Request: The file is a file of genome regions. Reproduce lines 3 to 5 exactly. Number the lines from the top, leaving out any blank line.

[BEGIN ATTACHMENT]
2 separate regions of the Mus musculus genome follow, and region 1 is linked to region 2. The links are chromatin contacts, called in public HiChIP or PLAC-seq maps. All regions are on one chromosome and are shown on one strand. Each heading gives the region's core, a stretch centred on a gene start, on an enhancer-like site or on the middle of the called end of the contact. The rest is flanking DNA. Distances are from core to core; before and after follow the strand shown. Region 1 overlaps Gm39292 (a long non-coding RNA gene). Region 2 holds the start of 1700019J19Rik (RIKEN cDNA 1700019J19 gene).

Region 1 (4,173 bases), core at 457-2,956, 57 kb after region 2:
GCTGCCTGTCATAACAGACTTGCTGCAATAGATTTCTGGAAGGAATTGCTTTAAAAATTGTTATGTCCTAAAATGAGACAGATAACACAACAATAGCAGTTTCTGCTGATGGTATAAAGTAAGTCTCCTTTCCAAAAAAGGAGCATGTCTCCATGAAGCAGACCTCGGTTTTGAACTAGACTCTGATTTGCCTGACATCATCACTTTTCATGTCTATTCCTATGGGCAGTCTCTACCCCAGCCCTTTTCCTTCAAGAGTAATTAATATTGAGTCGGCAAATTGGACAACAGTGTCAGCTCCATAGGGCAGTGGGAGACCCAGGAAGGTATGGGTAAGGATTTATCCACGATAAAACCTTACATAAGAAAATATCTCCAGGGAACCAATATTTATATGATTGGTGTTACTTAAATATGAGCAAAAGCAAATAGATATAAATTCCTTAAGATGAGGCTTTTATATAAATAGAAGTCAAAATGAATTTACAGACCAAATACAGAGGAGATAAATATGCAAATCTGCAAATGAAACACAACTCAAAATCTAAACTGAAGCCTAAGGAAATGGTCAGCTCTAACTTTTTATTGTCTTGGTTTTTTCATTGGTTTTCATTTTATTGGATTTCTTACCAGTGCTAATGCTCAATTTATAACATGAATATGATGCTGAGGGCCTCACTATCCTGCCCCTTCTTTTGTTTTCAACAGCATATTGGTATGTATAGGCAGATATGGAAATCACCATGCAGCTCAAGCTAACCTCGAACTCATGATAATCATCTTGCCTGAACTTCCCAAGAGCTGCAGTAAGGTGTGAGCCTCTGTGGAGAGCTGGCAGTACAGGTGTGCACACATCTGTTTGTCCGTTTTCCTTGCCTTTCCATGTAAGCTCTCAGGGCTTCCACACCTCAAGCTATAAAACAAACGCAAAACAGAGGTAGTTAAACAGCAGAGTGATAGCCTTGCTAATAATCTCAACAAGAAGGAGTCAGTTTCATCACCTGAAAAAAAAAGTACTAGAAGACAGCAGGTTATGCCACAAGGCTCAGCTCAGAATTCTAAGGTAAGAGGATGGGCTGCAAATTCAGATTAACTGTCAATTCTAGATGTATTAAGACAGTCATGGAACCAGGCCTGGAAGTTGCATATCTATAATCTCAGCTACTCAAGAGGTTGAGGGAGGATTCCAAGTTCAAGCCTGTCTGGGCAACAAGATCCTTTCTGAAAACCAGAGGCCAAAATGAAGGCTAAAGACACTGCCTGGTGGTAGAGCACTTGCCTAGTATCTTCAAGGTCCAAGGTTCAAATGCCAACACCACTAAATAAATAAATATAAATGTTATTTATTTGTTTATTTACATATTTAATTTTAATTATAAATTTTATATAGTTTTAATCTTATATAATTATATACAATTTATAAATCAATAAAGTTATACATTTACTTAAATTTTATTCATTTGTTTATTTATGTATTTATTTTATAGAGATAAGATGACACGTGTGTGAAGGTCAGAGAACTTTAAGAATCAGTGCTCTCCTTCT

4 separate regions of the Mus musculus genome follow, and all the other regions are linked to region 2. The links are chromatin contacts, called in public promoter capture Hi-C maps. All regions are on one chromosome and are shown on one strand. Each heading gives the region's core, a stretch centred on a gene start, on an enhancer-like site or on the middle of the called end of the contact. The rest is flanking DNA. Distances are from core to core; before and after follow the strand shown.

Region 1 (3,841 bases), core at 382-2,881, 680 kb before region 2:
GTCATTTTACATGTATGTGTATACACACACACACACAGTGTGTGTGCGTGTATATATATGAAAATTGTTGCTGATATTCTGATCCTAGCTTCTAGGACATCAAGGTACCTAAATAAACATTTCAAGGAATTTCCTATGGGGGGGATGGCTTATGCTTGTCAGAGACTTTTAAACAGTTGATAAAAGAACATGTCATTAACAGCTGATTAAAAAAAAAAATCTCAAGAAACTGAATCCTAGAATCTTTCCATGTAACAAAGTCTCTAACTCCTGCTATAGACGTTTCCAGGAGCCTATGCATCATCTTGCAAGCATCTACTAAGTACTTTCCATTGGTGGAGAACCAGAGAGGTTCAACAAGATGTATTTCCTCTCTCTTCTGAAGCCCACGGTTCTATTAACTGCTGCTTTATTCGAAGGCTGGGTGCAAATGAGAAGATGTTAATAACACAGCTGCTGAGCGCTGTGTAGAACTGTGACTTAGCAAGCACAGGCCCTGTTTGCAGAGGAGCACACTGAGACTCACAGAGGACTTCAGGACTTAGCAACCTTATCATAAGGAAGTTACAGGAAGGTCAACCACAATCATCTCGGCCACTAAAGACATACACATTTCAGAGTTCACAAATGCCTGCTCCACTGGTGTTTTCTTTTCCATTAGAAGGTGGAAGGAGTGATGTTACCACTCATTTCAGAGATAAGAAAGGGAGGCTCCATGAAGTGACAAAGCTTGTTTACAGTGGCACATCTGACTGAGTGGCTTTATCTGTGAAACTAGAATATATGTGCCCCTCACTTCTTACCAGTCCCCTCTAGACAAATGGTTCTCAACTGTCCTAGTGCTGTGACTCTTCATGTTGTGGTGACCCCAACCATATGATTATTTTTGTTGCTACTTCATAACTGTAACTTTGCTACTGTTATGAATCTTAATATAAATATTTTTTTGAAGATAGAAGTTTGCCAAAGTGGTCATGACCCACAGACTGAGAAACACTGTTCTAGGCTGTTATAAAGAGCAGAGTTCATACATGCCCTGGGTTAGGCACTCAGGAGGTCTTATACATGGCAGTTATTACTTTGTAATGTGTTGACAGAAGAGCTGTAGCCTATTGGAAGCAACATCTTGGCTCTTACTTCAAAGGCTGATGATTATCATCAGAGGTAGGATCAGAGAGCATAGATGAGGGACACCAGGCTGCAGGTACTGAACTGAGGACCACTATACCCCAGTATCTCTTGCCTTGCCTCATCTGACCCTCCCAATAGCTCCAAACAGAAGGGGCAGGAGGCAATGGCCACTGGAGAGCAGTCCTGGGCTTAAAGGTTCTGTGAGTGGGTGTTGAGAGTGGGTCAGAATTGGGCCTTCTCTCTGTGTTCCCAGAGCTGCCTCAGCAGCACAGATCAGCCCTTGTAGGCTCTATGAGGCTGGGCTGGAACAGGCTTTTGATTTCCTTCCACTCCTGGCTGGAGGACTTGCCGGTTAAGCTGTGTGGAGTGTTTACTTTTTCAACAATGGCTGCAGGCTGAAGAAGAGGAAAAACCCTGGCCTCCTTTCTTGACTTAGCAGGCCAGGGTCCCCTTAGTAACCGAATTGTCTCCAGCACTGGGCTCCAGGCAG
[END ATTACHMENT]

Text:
GCTGCCTGTCATAACAGACTTGCTGCAATAGATTTCTGGAAGGAATTGCTTTAAAAATTGTTATGTCCTAAAATGAGACAGATAACACAACAATAGCAGTTTCTGCTGATGGTATAAAGTAAGTCTCCTTTCCAAAAAAGGAGCATGTCTCCATGAAGCAGACCTCGGTTTTGAACTAGACTCTGATTTGCCTGACATCATCACTTTTCATGTCTATTCCTATGGGCAGTCTCTACCCCAGCCCTTTTCCTTCAAGAGTAATTAATATTGAGTCGGCAAATTGGACAACAGTGTCAGCTCCATAGGGCAGTGGGAGACCCAGGAAGGTATGGGTAAGGATTTATCCACGATAAAACCTTACATAAGAAAATATCTCCAGGGAACCAATATTTATATGATTGGTGTTACTTAAATATGAGCAAAAGCAAATAGATATAAATTCCTTAAGATGAGGCTTTTATATAAATAGAAGTCAAAATGAATTTACAGACCAAATACAGAGGAGATAAATATGCAAATCTGCAAATGAAACACAACTCAAAATCTAAACTGAAGCCTAAGGAAATGGTCAGCTCTAACTTTTTATTGTCTTGGTTTTTTCATTGGTTTTCATTTTATTGGATTTCTTACCAGTGCTAATGCTCAATTTATAACATGAATATGATGCTGAGGGCCTCACTATCCTGCCCCTTCTTTTGTTTTCAACAGCATATTGGTATGTATAGGCAGATATGGAAATCACCATGCAGCTCAAGCTAACCTCGAACTCATGATAATCATCTTGCCTGAACTTCCCAAGAGCTGCAGTAAGGTGTGAGCCTCTGTGGAGAGCTGGCAGTACAGGTGTGCACACATCTGTTTGTCCGTTTTCCTTGCCTTTCCATGTAAGCTCTCAGGGCTTCCACACCTCAAGCTATAAAACAAACGCAAAACAGAGGTAGTTAAACAGCAGAGTGATAGCCTTGCTAATAATCTCAACAAGAAGGAGTCAGTTTCATCACCTGAAAAAAAAAGTACTAGAAGACAGCAGGTTATGCCACAAGGCTCAGCTCAGAATTCTAAGGTAAGAGGATGGGCTGCAAATTCAGATTAACTGTCAATTCTAGATGTATTAAGACAGTCATGGAACCAGGCCTGGAAGTTGCATATCTATAATCTCAGCTACTCAAGAGGTTGAGGGAGGATTCCAAGTTCAAGCCTGTCTGGGCAACAAGATCCTTTCTGAAAACCAGAGGCCAAAATGAAGGCTAAAGACACTGCCTGGTGGTAGAGCACTTGCCTAGTATCTTCAAGGTCCAAGGTTCAAATGCCAACACCACTAAATAAATAAATATAAATGTTATTTATTTGTTTATTTACATATTTAATTTTAATTATAAATTTTATATAGTTTTAATCTTATATAATTATATACAATTTATAAATCAATAAAGTTATACATTTACTTAAATTTTATTCATTTGTTTATTTATGTATTTATTTTATAGAGATAAGATGACACGTGTGTGAAGGTCAGAGAACTTTAAGAATCAGTGCTCTCCTTCT

4 separate regions of the Mus musculus genome follow, and all the other regions are linked to region 2. The links are chromatin contacts, called in public promoter capture Hi-C maps. All regions are on one chromosome and are shown on one strand. Each heading gives the region's core, a stretch centred on a gene start, on an enhancer-like site or on the middle of the called end of the contact. The rest is flanking DNA. Distances are from core to core; before and after follow the strand shown.

Region 1 (3,841 bases), core at 382-2,881, 680 kb before region 2: